(4 / 5) – Worth It!
Graphic novels have come a long way in the last decade and Kate Beaton’s autobiographical “Ducks: Two Years in the Oil Sands” is a prime example of the depth and breadth this genre has to offer. Beaton’s writing and art provides a beautifully complex window into a few years of her life and growth that unveils a place and time in history that few can access.
Beaton takes her readers into the Oil Sands of Alberta Canada right as the world of social media was emerging and we see her come of age in a microchosim that provided financial promise even as the social and economic underbellies of this system remained in shadow. Beaton allows the reader to follow along as she experienced an awakening in her early twenties that would both stabilize her financial future and deeply influence her life’s trajectory.
The book as a whole is an excellent example of the power of the graphic genre. To literally see the places, landscapes, equipment and people that Beaton encoutered during these years allowed me access to a place and community in Canada with limited visibility. I enjoyed the simplistic vinettes of experience she explored and allowed to stand without transition. As the reader I experienced it as “moments of memory” instead of a retelling, which I personally enjoyed.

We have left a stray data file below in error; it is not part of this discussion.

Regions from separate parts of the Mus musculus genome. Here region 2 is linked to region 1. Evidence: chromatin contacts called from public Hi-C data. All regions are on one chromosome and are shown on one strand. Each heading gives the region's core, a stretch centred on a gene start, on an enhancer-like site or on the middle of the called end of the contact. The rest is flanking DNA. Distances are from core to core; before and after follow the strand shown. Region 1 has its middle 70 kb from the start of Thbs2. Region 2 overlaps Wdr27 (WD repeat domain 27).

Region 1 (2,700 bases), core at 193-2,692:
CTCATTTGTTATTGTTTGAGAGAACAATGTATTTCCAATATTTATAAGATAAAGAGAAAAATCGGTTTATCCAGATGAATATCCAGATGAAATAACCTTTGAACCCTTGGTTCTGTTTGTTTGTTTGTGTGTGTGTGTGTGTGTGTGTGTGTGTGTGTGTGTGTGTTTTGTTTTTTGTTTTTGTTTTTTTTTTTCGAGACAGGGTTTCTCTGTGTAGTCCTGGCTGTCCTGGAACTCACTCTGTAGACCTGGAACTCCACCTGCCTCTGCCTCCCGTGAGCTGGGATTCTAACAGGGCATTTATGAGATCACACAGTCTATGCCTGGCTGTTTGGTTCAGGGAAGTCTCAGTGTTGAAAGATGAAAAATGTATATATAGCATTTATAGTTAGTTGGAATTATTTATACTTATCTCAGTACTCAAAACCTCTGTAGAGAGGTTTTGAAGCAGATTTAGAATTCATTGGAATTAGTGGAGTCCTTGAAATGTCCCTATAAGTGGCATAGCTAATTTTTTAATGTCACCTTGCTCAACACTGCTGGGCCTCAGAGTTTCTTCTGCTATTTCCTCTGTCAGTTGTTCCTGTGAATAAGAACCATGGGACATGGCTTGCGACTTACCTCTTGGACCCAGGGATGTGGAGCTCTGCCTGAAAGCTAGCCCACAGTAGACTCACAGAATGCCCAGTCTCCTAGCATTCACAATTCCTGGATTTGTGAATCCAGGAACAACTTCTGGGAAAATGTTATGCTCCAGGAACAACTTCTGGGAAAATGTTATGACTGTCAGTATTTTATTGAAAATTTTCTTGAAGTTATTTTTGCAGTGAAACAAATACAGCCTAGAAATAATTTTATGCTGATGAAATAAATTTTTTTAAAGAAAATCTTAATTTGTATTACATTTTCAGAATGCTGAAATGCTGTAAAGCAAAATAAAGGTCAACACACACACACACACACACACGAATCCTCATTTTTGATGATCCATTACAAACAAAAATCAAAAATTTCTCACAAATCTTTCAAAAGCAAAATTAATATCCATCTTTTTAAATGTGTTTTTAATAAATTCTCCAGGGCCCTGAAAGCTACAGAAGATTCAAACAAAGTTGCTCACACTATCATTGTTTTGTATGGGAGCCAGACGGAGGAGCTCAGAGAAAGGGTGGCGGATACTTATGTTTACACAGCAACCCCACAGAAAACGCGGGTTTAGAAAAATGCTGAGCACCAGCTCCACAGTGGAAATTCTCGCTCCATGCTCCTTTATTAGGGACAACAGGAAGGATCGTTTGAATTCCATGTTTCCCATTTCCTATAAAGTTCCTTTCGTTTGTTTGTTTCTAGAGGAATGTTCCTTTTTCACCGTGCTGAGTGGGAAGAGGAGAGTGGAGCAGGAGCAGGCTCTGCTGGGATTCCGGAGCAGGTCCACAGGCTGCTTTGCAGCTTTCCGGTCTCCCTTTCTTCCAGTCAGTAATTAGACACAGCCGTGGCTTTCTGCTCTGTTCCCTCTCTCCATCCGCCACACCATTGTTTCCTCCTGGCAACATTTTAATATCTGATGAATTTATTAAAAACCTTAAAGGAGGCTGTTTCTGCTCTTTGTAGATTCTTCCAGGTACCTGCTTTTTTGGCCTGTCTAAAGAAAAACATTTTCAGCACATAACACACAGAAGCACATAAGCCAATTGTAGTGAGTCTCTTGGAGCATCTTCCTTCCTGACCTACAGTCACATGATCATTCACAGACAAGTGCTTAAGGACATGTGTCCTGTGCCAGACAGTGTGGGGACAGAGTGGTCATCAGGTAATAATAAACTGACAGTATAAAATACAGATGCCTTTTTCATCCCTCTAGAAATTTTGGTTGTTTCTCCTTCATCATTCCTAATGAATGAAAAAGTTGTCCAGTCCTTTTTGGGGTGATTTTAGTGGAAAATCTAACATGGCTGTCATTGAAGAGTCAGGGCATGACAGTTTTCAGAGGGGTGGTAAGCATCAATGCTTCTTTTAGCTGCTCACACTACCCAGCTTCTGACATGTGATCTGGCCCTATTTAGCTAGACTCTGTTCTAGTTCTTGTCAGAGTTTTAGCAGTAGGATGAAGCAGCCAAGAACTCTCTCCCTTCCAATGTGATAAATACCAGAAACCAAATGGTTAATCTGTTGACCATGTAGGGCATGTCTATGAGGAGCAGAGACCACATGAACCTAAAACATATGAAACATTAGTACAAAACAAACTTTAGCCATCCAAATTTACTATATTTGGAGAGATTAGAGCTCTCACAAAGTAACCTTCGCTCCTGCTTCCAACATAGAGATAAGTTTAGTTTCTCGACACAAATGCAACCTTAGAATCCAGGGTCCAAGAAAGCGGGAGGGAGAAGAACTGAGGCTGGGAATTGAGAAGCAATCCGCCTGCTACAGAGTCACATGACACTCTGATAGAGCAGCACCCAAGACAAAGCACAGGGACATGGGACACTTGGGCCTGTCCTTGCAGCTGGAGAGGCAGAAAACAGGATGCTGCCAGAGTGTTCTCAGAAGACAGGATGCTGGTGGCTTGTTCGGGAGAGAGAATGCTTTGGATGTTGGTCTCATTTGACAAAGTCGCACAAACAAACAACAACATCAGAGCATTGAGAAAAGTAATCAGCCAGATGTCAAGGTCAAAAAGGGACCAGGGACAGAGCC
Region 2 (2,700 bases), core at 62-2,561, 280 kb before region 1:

Beaton also handled her experiences of sexual harrassment and violence with a sensitivity that doesn’t always translate in the graphic form. Other than survivors who might not be ready to engage this type of content, I can’t think of an audience this book wouldn’t benefit. Though a heaftier book, it reads quickly and remains accessible. I highly recommend “Ducks” to anyone interested in memoirs, Canada, the Oil Sands, or history.